Taleb further defines some systems as fragile, meaning they have a non-linear response to harm. For example, if you fell from 1 foot 100 times you would probably be fine, but if you fell once from 100 feet you might be killed. As height from which one falls increases, harm dramatically increases until it is complete (death). However, below a certain threshold there is no harm, and so small falls do not accumulate damage.

The two systems to consider with regard to GMOs are human health and the ecosystem.  Taleb argues that both of these systems are fragile, that the risk of harm from GMOs is global and not local, and that such harm has the potential to be permanent, therefore we should apply his precautionary principle of zero risk.

However, Taleb also argues that the risk to the environment increases as more GMO are introduced. He is assuming cumulative risk, however, and this is where I think his argument is biologically naive. Nature is a robust system with many homeostatic mechanisms. Potential harm from unintended consequences are likely to be local and finite, not global and permanent.

As as example, one he uses himself, the introduction of invasive species (which are far more risky than GMOs) can have a devastating effect on an ecosystem, but the system does not collapse. A new equilibrium evolves. To be clear, I am not saying there is no harm from invasive species. We should make every effort to minimize their introduction, but the results are not total ruin.

Introduction of GMOs are like falling 1 foot – they will not add up to a 100 foot fall.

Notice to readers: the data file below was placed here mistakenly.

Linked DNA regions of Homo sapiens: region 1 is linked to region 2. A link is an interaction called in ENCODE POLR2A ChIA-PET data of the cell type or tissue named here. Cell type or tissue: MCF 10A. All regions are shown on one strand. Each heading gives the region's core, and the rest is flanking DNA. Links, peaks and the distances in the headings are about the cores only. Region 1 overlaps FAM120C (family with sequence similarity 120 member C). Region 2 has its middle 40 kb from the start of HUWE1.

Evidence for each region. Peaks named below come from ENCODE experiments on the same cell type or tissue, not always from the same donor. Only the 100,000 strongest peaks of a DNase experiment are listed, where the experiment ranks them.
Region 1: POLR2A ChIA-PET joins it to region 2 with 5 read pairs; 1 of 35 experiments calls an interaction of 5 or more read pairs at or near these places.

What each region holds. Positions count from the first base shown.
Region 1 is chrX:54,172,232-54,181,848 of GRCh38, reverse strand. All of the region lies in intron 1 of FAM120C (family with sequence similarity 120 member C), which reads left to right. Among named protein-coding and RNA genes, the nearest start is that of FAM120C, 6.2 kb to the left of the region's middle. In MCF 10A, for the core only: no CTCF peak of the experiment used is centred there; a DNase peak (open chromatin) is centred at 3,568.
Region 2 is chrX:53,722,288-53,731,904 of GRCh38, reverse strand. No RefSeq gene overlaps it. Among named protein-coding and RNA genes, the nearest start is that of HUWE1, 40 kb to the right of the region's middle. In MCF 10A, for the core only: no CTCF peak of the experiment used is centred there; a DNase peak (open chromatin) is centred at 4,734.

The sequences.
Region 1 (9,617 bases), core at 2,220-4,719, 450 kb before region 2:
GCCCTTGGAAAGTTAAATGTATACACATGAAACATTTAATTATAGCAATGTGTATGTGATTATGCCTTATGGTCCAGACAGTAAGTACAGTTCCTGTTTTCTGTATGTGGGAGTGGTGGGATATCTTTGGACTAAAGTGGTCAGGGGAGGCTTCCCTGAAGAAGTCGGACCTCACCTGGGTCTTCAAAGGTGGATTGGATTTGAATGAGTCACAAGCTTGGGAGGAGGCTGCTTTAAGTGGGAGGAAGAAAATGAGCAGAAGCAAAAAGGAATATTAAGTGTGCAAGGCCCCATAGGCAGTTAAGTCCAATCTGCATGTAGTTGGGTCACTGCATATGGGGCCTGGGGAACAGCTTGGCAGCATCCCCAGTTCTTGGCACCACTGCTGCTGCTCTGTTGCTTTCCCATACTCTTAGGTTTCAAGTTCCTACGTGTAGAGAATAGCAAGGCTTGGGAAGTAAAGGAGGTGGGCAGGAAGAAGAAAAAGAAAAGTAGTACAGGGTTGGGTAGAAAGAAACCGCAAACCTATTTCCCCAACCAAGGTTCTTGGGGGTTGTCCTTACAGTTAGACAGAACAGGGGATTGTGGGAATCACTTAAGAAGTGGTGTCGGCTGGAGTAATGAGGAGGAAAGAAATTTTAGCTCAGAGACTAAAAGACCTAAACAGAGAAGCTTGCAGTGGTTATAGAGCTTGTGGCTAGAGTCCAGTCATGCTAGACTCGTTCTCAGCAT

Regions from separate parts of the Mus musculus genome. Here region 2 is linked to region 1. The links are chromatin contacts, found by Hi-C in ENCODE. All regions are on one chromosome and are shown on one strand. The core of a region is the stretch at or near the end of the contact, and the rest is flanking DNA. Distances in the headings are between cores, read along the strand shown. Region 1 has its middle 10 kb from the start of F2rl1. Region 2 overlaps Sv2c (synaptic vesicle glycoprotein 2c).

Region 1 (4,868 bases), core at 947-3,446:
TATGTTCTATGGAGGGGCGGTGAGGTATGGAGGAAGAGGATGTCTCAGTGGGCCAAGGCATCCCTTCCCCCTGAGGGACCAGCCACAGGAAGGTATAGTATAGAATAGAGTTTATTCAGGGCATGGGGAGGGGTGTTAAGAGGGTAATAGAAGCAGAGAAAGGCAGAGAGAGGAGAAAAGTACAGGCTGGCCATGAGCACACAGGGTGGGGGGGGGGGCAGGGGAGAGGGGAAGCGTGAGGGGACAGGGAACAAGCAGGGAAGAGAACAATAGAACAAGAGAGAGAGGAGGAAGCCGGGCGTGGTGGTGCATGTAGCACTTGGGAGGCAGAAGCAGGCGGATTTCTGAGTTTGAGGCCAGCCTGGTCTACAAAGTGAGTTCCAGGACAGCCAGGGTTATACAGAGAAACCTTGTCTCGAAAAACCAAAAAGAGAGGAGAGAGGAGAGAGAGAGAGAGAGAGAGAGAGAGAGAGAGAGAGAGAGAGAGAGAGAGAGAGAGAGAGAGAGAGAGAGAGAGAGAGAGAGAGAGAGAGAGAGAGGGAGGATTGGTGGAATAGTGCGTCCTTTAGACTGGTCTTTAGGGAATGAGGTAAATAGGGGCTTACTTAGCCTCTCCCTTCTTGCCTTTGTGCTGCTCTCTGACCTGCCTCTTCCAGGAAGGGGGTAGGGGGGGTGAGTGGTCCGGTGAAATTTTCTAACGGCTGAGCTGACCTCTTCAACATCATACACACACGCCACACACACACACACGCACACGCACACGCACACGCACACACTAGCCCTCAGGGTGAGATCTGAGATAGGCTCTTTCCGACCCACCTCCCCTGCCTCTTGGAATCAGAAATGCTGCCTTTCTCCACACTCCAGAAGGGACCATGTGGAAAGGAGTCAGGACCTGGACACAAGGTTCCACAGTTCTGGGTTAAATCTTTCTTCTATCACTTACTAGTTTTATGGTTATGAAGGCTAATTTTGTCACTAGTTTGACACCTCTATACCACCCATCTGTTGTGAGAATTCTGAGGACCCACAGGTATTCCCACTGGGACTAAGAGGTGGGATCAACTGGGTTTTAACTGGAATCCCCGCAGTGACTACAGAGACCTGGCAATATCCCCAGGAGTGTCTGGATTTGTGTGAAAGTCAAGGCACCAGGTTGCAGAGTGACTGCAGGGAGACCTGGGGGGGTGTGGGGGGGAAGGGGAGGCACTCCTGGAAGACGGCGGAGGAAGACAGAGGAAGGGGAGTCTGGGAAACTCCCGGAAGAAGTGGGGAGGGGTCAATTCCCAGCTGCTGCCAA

I also think his argument simply does not apply to human health. There is no such thing as zero risk with human health. Taleb argues about scientific uncertainty, unknown risks, and dismisses the “all risks are non-zero” argument. However, I don’t think his logic here is valid. Even eating a natural plant has non-zero risks. The only practical system that applies is risk vs benefit and risk tolerance levels. The FDA, and medical science are based on having a sufficient margin of safety – but never zero risk.

Another factor I felt was missing from Taleb’s calculations is considering the risks of alternatives. Growing enough food for 7 billion people has consequences, in terms of land use, fertilizer, pesticides, and displacing natural ecosystems. GMO as a technology can potentially add to our efficiency. Banning GMO means relying more heavily on other technologies that may have even more risks.

In the end I found Taleb’s arguments to still come down to hyping the risk of unforeseen consequences due to the inherent limits of scientific knowledge. I don’t agree, however, that GMOs have the potential for global ruin. This is still largely based on a naive belief that transgenes are inherently risky, when there is no scientific reason to believe that they are.

While he makes a much more elaborate argument about risk than most, in the end it still comes down to how risky you think specific GMO species are, and what margin of safety you think is acceptable from scientific evidence. He failed to make a compelling argument that his principle of zero risk should apply to GMO.